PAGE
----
Cardiovascular Disease

Although several cardiovascular-related conditions have been very clearly associated with rosacea, existing evidence does not suggest an increased risk for heart attack, stroke, or other cardiovascular events in patients with rosacea. More commonly, patients with rosacea have a higher incidence of hypertension and dyslipidemia, which increases with severity of rosacea symptoms, than the general population.

Patients also have higher rates of peripheral artery disease, heart failure, diabetes mellitus, and coronary artery disease — the latter even after controlling for hypertension and dyslipidemia. Recent data have suggested the risk for vascular events increases with tetracycline treatment.

Haber and Gemayal3 recommend screening with family history, body mass index calculation, blood pressure, fasting lipid panel, fasting glucose, or hemoglobin A1c level at least once in patients 45 years or older. They also recommend 81 mg of aspirin daily for patients with at least 2 risk factors.

Neurologic Disorders

Researchers have identified increased risk for Parkinson disease, dementia (particularly Alzheimer disease), and migraine in those with rosacea, although risk levels vary. Two Danish cohort studies, for example, revealed a 71% greater risk for Parkinson disaese6 and a 36% greater risk for dementia.7 Migraine, more often seen in female patients, involves vascular abnormality as rosacea does, and both conditions can be triggered by stress or alcohol.

Cancer

The only cancers linked with rosacea are a weak association with thyroid cancer in women and glioma in men, plus a stronger association with basal cell carcinoma.3 The latter is least surprising given the contribution of ultraviolet exposure to both skin cancers and worsened rosacea symptoms.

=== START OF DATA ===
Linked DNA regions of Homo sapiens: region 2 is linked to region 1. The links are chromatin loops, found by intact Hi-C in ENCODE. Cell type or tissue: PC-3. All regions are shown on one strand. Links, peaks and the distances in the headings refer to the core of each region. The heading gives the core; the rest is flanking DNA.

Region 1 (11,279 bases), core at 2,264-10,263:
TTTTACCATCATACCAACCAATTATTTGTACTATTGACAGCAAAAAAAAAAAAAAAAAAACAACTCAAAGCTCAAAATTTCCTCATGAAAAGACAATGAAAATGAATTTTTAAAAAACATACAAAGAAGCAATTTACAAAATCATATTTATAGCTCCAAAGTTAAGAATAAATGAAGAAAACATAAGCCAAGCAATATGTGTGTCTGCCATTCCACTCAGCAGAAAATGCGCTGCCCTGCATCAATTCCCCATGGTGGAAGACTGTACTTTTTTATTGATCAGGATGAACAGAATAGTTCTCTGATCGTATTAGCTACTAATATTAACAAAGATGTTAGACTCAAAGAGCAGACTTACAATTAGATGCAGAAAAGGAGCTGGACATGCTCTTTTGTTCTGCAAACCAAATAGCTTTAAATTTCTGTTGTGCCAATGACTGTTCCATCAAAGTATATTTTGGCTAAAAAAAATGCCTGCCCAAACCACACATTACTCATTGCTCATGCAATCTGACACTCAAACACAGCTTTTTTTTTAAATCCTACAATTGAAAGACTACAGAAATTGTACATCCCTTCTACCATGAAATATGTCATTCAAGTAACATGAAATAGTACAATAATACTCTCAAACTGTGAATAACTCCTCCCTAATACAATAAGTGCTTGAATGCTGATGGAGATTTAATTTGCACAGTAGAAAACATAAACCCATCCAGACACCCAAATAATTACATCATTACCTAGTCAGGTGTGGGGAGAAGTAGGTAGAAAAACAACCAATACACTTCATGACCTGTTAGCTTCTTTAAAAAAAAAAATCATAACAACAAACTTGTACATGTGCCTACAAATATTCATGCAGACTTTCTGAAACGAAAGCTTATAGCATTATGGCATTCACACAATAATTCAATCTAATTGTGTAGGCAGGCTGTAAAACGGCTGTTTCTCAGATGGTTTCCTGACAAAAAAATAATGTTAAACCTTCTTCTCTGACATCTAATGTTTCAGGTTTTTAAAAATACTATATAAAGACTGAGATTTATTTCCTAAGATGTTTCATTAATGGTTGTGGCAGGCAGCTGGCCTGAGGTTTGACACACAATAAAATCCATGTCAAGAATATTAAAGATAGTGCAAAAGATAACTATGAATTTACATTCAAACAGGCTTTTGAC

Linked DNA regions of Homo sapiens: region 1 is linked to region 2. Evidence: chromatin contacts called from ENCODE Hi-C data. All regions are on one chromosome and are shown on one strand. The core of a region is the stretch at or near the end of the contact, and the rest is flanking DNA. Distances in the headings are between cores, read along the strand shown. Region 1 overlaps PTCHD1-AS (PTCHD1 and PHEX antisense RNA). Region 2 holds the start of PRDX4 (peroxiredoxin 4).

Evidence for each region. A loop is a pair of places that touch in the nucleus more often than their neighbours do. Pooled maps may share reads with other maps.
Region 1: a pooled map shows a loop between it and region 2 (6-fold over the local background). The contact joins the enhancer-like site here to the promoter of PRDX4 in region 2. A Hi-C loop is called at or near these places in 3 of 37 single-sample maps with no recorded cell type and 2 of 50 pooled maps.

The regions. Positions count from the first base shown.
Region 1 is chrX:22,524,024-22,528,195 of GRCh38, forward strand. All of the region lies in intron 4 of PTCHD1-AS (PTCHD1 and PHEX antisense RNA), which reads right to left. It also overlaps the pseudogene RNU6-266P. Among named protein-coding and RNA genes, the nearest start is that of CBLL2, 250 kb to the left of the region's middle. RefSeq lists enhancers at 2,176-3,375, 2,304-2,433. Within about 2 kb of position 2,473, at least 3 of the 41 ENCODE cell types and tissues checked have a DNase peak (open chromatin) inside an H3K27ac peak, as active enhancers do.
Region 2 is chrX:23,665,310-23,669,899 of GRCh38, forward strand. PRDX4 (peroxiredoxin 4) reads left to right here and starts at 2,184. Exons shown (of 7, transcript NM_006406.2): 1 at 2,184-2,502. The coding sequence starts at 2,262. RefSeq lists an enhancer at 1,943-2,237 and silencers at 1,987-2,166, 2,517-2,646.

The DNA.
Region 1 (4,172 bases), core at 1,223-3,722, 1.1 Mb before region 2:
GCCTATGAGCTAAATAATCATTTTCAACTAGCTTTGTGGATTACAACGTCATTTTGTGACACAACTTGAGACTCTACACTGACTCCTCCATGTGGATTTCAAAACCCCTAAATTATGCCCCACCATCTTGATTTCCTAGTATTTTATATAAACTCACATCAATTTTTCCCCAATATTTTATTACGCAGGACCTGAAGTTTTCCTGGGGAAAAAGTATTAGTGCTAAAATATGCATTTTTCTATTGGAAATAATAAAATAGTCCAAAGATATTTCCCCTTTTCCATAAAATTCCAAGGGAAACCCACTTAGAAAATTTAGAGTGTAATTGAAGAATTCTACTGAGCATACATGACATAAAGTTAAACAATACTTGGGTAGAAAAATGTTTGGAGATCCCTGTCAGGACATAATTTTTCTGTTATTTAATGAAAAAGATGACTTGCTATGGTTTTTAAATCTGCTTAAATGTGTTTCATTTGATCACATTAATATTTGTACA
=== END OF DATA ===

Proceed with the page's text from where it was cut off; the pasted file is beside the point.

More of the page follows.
Gastrointestinal and Autoimmune Disease

The gastrointestinal disorder with the highest prevalence among patients with rosacea is inflammatory bowel disease, which some researchers have suggested may be related to a shared pathogenesis from Helicobacter pylori or small intentional bacterial overgrowth, both also more prevalent in rosacea. One small study found that 21.6% of patients with rosacea had H pylori and 25% had small intentional bacterial overgrowth.8

Evidence also supports an association between rosacea and celiac disease, ulcerative colitis, rheumatoid arthritis, and allergies. For example, a small case-control study published in 20159 found higher odds of airborne and food allergies, plus other systemic diseases, in patients with rosacea.

Although male patients show higher risk for glioma, the associations linking rosacea with rheumatoid arthritis, celiac disease, type 1 diabetes, migraines, multiple sclerosis, and hormone imbalances are stronger in females.


Treatment Options

Because of different subtypes and their overlapping symptoms, no single treatment can meet the needs of all patients with rosacea adequately. However, in addition to avoiding triggers and maintaining a consistent skin care routine with sun protection and hydrating lotion, several topical and systematic therapies have shown benefits.

The US Food and Drug Administration (FDA) has approved topical metronidazole 0.75%, azelaic acid 15%, and ivermectin 1% to treat inflammatory lesions, and all have been shown to improve symptoms of papulopustular rosacea, Rainer et al reported.4 Topical brimonidine tartrate 0.33% is FDA approved and effective for persistent facial erythema but may be associated with risk for depression, cerebral or coronary artery insufficiency, Raynaud phenomenon, orthostatic hypotension, thromboangiitis obliterans, scleroderma, Sjögren syndrome, and severe or unstable cardiovascular disease.